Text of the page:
After the Performance Review: Preparing for the Year Ahead

 At their best, performance reviews should be the start of a two-way dialogue that will last the entire year. Here are some tips:

  • Acknowledge that the performance review — while important — is a moment in time over the course of a year. One conversation is unlikely to change the course of history, so decide what groundwork to lay, and be prepared to return to those points on a regular basis moving forward.
  • Many factors, both personal and professional, impact the performance of a long-time employee. Keep your focus on overall impact and the general trajectory over time.
  • Give frequent informal feedback through quick check-ins after meetings or projects. This should include some comments about what went well, and what could benefit from a course correction, with the reason for the course correction.
  • Honestly acknowledge what the employee can control — and consider the organization’s or team’s role in either supporting or detracting from the person’s success. Consider the roadblocks that the person may need your help to remove over time.
  • In addition to informal conversations, schedule follow-up conversations on a regular basis — monthly or quarterly — depending on the performance level and pace of work. For each of these, have a plan for the conversation, be on time, schedule enough time and minimize interruptions and distractions.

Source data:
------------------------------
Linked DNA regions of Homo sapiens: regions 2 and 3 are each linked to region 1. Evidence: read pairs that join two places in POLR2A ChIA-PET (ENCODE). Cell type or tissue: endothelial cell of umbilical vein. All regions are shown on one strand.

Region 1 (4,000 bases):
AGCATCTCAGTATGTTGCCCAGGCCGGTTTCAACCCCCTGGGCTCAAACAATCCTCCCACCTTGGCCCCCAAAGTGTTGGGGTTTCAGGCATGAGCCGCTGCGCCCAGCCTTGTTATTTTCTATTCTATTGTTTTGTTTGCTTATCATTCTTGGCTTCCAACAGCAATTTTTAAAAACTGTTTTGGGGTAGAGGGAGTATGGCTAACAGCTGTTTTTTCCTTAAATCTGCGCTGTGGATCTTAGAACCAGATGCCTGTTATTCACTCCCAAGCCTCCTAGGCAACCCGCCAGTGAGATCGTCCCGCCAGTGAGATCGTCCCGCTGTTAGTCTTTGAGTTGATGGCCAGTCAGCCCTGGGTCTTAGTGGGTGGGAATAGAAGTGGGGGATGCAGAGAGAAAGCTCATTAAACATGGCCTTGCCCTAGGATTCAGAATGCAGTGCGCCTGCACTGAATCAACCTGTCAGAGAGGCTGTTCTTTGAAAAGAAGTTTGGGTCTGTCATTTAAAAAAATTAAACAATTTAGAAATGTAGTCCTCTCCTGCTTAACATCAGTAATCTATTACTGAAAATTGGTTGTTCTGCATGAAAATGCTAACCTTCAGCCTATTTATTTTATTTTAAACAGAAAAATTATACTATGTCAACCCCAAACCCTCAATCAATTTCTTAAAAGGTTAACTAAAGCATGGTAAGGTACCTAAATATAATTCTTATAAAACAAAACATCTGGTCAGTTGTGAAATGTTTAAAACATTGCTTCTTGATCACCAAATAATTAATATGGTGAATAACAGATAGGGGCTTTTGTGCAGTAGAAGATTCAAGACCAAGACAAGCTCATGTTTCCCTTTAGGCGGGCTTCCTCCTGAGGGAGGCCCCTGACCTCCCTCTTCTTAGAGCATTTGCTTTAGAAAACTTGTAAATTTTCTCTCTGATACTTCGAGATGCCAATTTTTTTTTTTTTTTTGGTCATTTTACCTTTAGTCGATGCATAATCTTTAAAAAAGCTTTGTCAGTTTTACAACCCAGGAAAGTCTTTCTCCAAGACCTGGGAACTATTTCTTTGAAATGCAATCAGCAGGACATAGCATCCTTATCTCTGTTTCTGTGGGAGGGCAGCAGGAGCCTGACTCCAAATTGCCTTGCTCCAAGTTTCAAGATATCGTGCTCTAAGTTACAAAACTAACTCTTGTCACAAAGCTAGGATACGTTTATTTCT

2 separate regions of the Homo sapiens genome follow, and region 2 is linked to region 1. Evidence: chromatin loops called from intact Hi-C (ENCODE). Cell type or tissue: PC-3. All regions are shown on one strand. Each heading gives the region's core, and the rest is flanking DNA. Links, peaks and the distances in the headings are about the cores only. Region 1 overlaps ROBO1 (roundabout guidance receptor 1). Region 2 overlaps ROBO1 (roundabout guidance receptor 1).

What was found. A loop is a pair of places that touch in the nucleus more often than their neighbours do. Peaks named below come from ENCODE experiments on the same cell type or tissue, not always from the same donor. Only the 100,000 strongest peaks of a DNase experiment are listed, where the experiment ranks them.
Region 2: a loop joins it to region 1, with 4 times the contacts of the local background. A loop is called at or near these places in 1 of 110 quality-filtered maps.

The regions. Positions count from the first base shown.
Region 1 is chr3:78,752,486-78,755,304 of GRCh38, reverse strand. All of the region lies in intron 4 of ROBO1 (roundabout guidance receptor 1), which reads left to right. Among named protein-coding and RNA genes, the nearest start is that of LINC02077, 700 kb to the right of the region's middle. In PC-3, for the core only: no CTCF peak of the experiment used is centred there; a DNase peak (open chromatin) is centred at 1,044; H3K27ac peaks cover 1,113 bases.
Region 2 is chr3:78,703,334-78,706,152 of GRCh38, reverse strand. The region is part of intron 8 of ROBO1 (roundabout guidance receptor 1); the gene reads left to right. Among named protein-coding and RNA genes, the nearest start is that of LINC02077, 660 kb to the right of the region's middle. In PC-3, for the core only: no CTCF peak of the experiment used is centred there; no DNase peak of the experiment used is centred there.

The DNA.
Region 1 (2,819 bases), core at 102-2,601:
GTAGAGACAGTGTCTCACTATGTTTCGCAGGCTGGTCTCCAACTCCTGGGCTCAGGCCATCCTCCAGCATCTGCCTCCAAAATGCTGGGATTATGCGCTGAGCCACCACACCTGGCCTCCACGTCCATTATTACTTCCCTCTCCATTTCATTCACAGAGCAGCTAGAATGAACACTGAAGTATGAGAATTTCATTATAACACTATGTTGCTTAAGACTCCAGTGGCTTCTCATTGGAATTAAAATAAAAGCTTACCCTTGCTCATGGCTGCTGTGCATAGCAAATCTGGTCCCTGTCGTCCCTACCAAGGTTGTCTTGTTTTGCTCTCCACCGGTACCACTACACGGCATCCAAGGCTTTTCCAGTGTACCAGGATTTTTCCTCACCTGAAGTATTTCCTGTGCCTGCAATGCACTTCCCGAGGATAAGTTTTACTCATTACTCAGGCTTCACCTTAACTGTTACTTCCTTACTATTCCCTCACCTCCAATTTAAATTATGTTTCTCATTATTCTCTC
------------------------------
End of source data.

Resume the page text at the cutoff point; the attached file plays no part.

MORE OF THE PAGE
When receiving feedback in a performance review setting, here are some tips:

  • Be objective about your own strengths and weaknesses, and how they may be impacting your own work and the relationship. Knowing yourself may help you hear feedback in a different way.
  • Being honest and open about what you yourself plan to do differently moving forward — your vulnerability is likely to cultivate vulnerability and honesty in others as well.
  • Listen, listen, listen. Many employees long for more feedback about their work, and for some, the review is the only time they get it in a formal way. Listen, ask questions, and then follow-up so that the conversation can continue after the meeting.

Both raters and receivers are vital partners in the performance appraisal discussion, and both players have the power to make it a richer conversation. Prepare, listen, and connect!